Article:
Democratic Republic of the Congo
The Democratic Republic of the Congo is a centralized constitutional republic. Voters popularly elect the president and the lower house of parliament (National Assembly). Following a two-year delay, presidential, legislative, and provincial elections were held on December 30, 2018. On January 10, 2019, the National Independent Electoral Commission declared Felix Tshisekedi the winner of the 2018 presidential election. The 2018 election was marred by irregularities and criticized by some observers, including the Council of Bishops, who stated the results did not match those of their observation mission. The 2019 inauguration of President Tshisekedi was the first peaceful transfer of power in the country’s history.
The primary responsibility for law enforcement and public order lies with the Congolese National Police, which operates under the Ministry of the Interior. The National Intelligence Agency, overseen by the presidency, is responsible for internal and external intelligence. The Armed Forces of the Democratic Republic of the Congo and the military intelligence service operate under the control of the Ministry of Defense and are primarily responsible for external security but in reality focus almost exclusively on internal security. The presidency oversees the Republican Guard, and the Ministry of Interior oversees the Directorate General for Migration, which, together with the Congolese National Police, are responsible for border control. Civilian authorities did not always maintain control over the security forces. Members of the security forces committed numerous abuses.
Significant human rights issues included: unlawful or arbitrary killings, including extrajudicial killings; forced disappearances; torture and cases of cruel, inhuman, or degrading treatment or punishment; harsh and life-threatening prison conditions; arbitrary detention; political prisoners or detainees; serious problems with the independence of the judiciary; arbitrary or unlawful interference with privacy; serious abuses in an internal conflict, including killing of civilians, enforced disappearances or abductions, and torture and physical abuses or punishment, unlawful recruitment or use of child soldiers by illegal armed groups, and other conflict-related abuses; serious restrictions on free expression and the press, including violence, threats of violence, or unjustified arrests of journalists, censorship, and criminal libel; interference with the rights of peaceful assembly and freedom of association; serious acts of official corruption; lack of investigation and accountability for violence against women; trafficking in persons; crimes involving violence or threats of violence targeting persons with disabilities, members of national, racial, and ethnic minority groups, and indigenous people; crimes involving violence or threat of violence targeting lesbian, gay, bisexual, transgender, and intersex persons; and existence of the worst forms of child labor.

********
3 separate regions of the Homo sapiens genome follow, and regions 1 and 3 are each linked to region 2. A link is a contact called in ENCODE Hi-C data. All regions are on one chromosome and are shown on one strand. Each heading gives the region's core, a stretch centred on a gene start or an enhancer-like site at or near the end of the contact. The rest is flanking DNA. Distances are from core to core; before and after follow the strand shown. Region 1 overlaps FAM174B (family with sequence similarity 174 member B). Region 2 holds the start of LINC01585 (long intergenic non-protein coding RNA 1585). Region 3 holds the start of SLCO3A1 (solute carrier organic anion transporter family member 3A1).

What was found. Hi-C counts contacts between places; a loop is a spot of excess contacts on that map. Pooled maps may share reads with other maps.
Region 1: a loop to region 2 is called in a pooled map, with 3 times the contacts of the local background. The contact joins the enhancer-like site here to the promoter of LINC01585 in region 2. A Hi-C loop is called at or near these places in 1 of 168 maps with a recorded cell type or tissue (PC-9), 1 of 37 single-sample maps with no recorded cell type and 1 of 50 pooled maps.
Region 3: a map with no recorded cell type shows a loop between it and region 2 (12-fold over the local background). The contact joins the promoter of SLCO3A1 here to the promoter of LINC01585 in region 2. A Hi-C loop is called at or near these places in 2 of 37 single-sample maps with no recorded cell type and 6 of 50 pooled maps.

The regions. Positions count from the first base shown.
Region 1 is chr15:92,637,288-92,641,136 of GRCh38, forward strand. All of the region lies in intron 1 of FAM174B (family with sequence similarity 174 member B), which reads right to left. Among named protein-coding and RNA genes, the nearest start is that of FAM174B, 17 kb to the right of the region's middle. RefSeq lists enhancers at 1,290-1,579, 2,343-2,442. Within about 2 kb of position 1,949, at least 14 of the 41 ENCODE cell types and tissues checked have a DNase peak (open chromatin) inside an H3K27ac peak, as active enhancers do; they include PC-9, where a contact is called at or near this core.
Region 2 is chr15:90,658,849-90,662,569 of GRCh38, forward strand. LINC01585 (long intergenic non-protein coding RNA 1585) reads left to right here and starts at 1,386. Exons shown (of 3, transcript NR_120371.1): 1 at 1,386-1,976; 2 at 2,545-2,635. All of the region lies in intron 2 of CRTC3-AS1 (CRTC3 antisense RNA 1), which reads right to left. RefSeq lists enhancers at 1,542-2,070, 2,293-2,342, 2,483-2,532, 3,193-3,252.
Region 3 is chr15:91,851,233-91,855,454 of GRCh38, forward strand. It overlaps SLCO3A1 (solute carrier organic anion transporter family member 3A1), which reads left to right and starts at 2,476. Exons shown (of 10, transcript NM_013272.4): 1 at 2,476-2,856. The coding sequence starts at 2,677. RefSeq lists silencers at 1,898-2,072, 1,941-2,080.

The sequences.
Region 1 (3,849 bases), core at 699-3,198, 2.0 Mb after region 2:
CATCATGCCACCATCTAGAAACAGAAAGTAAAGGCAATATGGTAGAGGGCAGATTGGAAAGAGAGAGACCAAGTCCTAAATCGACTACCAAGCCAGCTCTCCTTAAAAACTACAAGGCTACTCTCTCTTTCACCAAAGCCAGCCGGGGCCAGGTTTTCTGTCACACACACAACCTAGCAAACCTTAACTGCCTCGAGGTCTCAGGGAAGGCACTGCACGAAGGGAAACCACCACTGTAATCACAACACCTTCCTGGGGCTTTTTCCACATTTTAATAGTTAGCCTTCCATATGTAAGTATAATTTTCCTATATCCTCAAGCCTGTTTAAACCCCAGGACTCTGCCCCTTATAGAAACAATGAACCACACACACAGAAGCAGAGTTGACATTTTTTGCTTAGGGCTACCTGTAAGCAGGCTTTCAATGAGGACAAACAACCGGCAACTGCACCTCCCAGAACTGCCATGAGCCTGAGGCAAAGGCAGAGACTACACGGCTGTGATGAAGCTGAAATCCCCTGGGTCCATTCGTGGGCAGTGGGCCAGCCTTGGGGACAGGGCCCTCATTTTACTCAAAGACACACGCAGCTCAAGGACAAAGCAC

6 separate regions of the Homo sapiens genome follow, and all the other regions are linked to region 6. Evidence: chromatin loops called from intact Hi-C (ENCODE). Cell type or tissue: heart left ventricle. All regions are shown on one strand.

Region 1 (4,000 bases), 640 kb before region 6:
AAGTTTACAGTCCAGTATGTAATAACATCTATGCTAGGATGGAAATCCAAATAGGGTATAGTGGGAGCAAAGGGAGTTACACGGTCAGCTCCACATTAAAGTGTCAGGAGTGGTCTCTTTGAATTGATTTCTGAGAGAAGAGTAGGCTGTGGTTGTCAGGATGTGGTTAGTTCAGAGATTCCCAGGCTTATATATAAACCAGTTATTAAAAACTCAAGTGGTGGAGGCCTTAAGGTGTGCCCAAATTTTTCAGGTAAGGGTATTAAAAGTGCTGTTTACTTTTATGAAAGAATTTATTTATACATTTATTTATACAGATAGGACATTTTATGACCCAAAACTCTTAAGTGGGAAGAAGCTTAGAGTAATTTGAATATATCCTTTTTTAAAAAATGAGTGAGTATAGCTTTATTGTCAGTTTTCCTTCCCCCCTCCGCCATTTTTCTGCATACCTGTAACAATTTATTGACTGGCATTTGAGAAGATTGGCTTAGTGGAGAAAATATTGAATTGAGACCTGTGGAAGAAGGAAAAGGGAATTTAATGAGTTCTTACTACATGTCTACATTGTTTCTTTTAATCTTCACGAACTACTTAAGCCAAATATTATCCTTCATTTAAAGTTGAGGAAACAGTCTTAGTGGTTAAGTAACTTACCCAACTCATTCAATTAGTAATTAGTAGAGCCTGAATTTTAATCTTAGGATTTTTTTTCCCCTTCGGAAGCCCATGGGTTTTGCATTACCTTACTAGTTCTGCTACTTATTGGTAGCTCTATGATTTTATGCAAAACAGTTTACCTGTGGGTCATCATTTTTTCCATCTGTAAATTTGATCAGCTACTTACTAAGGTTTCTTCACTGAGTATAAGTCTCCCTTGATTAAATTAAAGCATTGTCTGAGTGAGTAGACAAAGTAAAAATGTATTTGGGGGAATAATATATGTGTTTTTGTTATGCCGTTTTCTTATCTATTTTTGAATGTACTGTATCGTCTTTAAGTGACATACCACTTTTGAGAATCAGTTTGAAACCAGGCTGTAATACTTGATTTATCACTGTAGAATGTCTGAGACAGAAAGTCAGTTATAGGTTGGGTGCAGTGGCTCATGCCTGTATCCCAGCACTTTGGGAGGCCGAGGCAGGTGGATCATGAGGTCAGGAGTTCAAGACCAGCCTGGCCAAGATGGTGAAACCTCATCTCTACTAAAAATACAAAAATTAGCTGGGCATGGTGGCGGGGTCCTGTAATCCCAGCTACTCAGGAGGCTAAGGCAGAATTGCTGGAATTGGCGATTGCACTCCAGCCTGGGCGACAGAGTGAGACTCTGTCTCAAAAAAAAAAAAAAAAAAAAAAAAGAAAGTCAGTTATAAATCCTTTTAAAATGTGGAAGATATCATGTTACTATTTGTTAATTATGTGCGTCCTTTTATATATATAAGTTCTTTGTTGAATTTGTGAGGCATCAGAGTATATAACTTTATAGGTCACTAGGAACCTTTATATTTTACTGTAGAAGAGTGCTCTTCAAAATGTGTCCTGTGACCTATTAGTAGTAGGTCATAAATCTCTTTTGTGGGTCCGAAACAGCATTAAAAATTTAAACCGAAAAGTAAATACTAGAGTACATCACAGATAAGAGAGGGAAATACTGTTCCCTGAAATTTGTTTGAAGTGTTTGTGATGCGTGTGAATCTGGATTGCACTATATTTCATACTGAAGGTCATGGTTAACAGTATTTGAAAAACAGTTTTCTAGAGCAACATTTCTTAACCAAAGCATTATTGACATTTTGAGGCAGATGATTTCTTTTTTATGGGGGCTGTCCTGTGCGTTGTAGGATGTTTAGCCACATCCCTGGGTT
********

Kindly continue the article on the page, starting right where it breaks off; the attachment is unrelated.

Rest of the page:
The government took some steps to identify, investigate, prosecute, and punish officials who committed human rights abuses, although there was impunity for many such abuses. Authorities often did not investigate, prosecute, or punish those who were responsible, particularly at higher levels. The government convicted some officials on counts of murder, rape, torture, arbitrary detention, and corruption, and sometimes punished security force officials who committed abuses.
Government security forces, as well as illegal armed groups, continued to commit abuses, primarily in the restive eastern provinces and the Kasai region. These abuses included unlawful killings, disappearances, torture, destruction of government and private property, and sexual and gender-based violence. Illegal armed groups also recruited, abducted, and retained child soldiers and forced labor. The government took military action against some illegal armed groups and investigated and prosecuted some armed group members for human rights abuses.